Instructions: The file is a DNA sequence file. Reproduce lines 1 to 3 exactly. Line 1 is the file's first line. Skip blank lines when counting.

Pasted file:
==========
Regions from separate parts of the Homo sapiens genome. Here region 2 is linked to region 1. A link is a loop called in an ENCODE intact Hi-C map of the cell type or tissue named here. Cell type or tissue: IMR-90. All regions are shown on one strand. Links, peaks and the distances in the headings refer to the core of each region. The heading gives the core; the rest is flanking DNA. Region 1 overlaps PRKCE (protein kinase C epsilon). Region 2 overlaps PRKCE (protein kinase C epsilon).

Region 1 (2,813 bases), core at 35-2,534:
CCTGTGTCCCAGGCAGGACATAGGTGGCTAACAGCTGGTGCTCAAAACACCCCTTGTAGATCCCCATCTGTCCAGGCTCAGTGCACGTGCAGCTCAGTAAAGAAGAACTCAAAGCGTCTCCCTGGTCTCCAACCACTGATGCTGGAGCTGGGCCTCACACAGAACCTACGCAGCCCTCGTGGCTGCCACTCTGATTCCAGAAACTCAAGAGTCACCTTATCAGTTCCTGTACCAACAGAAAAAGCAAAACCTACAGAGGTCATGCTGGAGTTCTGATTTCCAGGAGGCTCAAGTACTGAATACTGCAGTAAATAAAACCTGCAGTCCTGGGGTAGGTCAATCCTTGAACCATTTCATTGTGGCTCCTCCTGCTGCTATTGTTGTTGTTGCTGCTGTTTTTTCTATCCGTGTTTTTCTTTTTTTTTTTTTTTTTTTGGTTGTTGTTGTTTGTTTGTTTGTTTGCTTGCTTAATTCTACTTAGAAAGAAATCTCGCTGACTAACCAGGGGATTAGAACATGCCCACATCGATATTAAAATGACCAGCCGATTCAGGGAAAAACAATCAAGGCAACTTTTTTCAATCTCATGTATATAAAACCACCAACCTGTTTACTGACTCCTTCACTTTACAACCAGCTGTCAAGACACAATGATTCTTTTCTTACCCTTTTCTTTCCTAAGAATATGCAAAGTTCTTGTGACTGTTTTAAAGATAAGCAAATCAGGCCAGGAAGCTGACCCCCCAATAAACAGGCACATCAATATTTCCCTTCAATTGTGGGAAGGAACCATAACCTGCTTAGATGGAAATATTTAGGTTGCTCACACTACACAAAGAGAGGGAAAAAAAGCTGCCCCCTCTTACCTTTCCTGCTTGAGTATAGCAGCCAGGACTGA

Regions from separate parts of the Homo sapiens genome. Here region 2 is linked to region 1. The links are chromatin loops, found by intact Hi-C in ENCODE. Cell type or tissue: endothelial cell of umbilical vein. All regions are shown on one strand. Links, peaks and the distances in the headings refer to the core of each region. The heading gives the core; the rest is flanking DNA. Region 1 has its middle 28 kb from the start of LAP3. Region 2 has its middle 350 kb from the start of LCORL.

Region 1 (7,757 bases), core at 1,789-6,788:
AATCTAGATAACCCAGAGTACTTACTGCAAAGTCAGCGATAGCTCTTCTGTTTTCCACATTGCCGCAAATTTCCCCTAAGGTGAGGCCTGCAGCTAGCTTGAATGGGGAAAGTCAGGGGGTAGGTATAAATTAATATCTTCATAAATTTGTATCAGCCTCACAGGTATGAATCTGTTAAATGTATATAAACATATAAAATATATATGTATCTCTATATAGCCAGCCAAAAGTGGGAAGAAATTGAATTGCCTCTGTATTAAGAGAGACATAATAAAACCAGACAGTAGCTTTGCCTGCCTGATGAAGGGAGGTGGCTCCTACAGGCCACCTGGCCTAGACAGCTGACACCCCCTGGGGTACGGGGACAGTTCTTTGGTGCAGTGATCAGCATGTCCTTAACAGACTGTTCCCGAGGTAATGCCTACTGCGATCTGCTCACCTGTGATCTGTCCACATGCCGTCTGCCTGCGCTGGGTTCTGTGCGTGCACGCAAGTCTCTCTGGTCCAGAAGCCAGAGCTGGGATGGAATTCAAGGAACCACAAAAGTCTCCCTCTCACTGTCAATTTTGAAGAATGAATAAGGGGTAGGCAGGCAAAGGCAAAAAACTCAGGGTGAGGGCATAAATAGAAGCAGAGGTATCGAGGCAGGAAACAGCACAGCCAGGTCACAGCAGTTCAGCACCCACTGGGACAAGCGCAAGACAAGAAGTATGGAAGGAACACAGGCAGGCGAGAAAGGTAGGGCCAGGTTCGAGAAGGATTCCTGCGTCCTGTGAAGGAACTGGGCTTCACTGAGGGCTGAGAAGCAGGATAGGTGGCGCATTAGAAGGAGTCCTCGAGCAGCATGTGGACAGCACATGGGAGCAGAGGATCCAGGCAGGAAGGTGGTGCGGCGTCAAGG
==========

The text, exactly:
Regions from separate parts of the Homo sapiens genome. Here region 2 is linked to region 1. A link is a loop called in an ENCODE intact Hi-C map of the cell type or tissue named here. Cell type or tissue: IMR-90. All regions are shown on one strand. Links, peaks and the distances in the headings refer to the core of each region. The heading gives the core; the rest is flanking DNA. Region 1 overlaps PRKCE (protein kinase C epsilon). Region 2 overlaps PRKCE (protein kinase C epsilon).

Region 1 (2,813 bases), core at 35-2,534:
CCTGTGTCCCAGGCAGGACATAGGTGGCTAACAGCTGGTGCTCAAAACACCCCTTGTAGATCCCCATCTGTCCAGGCTCAGTGCACGTGCAGCTCAGTAAAGAAGAACTCAAAGCGTCTCCCTGGTCTCCAACCACTGATGCTGGAGCTGGGCCTCACACAGAACCTACGCAGCCCTCGTGGCTGCCACTCTGATTCCAGAAACTCAAGAGTCACCTTATCAGTTCCTGTACCAACAGAAAAAGCAAAACCTACAGAGGTCATGCTGGAGTTCTGATTTCCAGGAGGCTCAAGTACTGAATACTGCAGTAAATAAAACCTGCAGTCCTGGGGTAGGTCAATCCTTGAACCATTTCATTGTGGCTCCTCCTGCTGCTATTGTTGTTGTTGCTGCTGTTTTTTCTATCCGTGTTTTTCTTTTTTTTTTTTTTTTTTTGGTTGTTGTTGTTTGTTTGTTTGTTTGCTTGCTTAATTCTACTTAGAAAGAAATCTCGCTGACTAACCAGGGGATTAGAACATGCCCACATCGATATTAAAATGACCAGCCGATTCAGGGAAAAACAATCAAGGCAACTTTTTTCAATCTCATGTATATAAAACCACCAACCTGTTTACTGACTCCTTCACTTTACAACCAGCTGTCAAGACACAATGATTCTTTTCTTACCCTTTTCTTTCCTAAGAATATGCAAAGTTCTTGTGACTGTTTTAAAGATAAGCAAATCAGGCCAGGAAGCTGACCCCCCAATAAACAGGCACATCAATATTTCCCTTCAATTGTGGGAAGGAACCATAACCTGCTTAGATGGAAATATTTAGGTTGCTCACACTACACAAAGAGAGGGAAAAAAAGCTGCCCCCTCTTACCTTTCCTGCTTGAGTATAGCAGCCAGGACTGA